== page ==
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Missouri Department of Transportation Endorses Red Light Cameras
Missouri Department of Transportation introduces effort to convince legislature to keep red light cameras.

Missouri Department of Transportation
The Missouri General Assembly convened in regular session last week with a number of lawmakers itching to enact a ban on the use of red light cameras and speed cameras in the state. The legislature has never authorized the use of the devices, but dozens of cities have side-stepped questions of legality and installed the devices with the hope that lawmakers would eventually go along. The Missouri Department of Transportation (MoDOT) yesterday waded into the policy debate by formally endorsing automated ticketing machines.

"We believe that to help manage some of the perceptions of automated enforcement that it was appropriate to frame some sort of public policy endorsed by our commission," MoDOT System Management Director Don Hillis said. "We're trying to be pro-active. "

Those policies were developed by "stakeholders" identified by MoDOT as traffic camera companies and local government officials. No representatives from the motoring public or state lawmakers named as participants. The new restrictions developed by this group apply only to traffic cameras on state roads. The new rules are so closely aligned with existing practice that they will not put any of the existing eighty-eight cameras out of business.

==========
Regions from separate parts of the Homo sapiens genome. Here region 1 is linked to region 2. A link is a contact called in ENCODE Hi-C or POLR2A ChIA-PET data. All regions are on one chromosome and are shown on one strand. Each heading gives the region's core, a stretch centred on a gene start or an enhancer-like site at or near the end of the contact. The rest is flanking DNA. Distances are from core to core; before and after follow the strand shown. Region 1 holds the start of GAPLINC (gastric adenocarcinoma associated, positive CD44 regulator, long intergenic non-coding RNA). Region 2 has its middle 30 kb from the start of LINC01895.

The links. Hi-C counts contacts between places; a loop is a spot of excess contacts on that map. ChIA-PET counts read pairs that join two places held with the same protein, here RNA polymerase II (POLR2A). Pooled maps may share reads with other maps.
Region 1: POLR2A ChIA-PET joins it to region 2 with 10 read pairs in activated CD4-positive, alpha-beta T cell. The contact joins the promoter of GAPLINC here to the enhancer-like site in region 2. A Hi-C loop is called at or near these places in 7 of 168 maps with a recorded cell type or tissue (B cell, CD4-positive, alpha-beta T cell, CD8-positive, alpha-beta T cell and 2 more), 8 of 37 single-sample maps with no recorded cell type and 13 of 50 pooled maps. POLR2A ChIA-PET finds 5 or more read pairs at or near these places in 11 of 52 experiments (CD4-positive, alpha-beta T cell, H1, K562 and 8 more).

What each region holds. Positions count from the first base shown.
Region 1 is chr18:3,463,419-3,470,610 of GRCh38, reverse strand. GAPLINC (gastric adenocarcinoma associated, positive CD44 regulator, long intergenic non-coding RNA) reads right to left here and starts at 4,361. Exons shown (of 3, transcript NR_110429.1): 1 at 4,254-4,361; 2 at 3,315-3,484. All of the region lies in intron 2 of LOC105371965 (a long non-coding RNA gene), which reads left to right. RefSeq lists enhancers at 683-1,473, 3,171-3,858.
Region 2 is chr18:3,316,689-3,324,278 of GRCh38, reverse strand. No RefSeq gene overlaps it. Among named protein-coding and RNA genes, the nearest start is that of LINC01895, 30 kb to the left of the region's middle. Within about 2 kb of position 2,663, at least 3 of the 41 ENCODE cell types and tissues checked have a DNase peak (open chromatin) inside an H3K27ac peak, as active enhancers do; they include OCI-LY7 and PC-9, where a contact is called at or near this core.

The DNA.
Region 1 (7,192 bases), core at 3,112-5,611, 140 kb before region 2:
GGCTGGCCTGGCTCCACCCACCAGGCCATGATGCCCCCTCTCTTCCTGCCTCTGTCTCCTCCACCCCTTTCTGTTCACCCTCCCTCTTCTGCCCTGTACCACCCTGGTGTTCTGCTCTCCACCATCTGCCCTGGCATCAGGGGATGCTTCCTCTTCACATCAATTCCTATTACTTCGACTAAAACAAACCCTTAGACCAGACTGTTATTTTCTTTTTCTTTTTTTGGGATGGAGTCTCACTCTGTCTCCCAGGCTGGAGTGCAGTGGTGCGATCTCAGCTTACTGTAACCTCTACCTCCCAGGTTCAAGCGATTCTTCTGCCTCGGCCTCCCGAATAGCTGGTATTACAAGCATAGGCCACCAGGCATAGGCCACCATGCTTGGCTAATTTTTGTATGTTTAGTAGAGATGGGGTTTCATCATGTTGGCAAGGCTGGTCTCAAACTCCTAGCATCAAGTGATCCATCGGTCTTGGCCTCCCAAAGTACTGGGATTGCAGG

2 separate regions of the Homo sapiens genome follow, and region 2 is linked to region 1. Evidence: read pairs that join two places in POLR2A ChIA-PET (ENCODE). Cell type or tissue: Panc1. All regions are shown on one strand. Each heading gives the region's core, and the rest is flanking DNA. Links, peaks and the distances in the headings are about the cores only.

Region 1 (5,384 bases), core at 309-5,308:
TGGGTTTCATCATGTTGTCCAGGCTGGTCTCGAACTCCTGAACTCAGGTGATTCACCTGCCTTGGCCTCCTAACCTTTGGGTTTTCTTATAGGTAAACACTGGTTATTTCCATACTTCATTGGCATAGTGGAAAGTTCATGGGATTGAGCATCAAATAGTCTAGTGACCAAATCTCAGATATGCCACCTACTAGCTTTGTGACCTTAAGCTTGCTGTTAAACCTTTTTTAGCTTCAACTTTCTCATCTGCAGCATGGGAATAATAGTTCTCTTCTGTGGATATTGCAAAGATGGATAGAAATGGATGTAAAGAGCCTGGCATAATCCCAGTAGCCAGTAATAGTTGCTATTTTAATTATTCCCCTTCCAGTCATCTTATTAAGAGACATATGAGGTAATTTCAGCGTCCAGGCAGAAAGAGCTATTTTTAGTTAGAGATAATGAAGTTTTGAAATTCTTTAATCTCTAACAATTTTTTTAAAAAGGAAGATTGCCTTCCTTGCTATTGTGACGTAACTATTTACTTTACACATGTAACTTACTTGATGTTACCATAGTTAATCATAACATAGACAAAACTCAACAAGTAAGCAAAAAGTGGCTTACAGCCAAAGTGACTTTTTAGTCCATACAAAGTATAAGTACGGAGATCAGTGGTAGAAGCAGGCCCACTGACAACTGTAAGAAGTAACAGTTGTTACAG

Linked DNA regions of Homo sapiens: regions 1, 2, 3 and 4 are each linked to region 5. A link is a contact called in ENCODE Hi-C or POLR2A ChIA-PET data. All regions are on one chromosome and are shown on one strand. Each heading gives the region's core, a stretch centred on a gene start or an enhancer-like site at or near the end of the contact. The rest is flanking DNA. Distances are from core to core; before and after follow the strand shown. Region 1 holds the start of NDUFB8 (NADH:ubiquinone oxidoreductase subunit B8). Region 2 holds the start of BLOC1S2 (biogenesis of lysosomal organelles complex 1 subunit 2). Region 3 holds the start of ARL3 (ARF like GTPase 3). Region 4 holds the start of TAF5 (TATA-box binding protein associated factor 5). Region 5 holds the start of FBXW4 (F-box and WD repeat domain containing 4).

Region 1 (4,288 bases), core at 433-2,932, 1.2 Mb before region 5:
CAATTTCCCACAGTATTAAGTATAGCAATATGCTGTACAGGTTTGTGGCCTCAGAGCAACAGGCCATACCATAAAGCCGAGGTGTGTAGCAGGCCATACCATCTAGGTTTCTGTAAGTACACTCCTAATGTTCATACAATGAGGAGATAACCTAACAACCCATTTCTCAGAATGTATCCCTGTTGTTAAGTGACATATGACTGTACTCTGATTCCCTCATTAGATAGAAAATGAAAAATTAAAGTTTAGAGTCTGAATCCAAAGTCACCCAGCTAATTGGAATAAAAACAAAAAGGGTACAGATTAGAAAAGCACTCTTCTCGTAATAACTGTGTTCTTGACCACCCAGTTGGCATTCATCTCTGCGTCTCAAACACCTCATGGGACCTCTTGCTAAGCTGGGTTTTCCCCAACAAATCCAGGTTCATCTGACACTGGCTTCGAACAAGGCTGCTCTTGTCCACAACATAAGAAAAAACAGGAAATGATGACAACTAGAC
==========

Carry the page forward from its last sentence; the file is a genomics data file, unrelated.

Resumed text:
The practices include: requiring a police officer to sign off on the set of violations identified by the private camera vendor before that vendor sends them in the mail. Cities must hold "public awareness" campaigns for the camera program, a function already provided by contract with photo ticketing vendors. Signs must be posted at camera locations and each jurisdiction will have to submit violation and accident report data to MoDOT. Speed cameras will only be used in school zones and highway work zones where the speed limits have been lowered.

Within minutes of the announcement of the new policy, Missouri's number-one traffic camera vendor, American Traffic Solutions (ATS), issued a press release commending the commission's decision. The company claimed safety benefits for the cameras, a point that MoDOT attempted to establish with figures that showed intersections with red light cameras saw an increase in the total number of accidents. There were 14 percent more incidents classified as having moderate injuries or property damage only caused primarily by rear-end collisions. The agency downplayed this figure and highlighted the reduction in a less-common form accident, serious right-angle incidents, which declined 45 percent despite the overall increase in accidents. No control groups were used for the study, which was based on an analysis of state accident database records.

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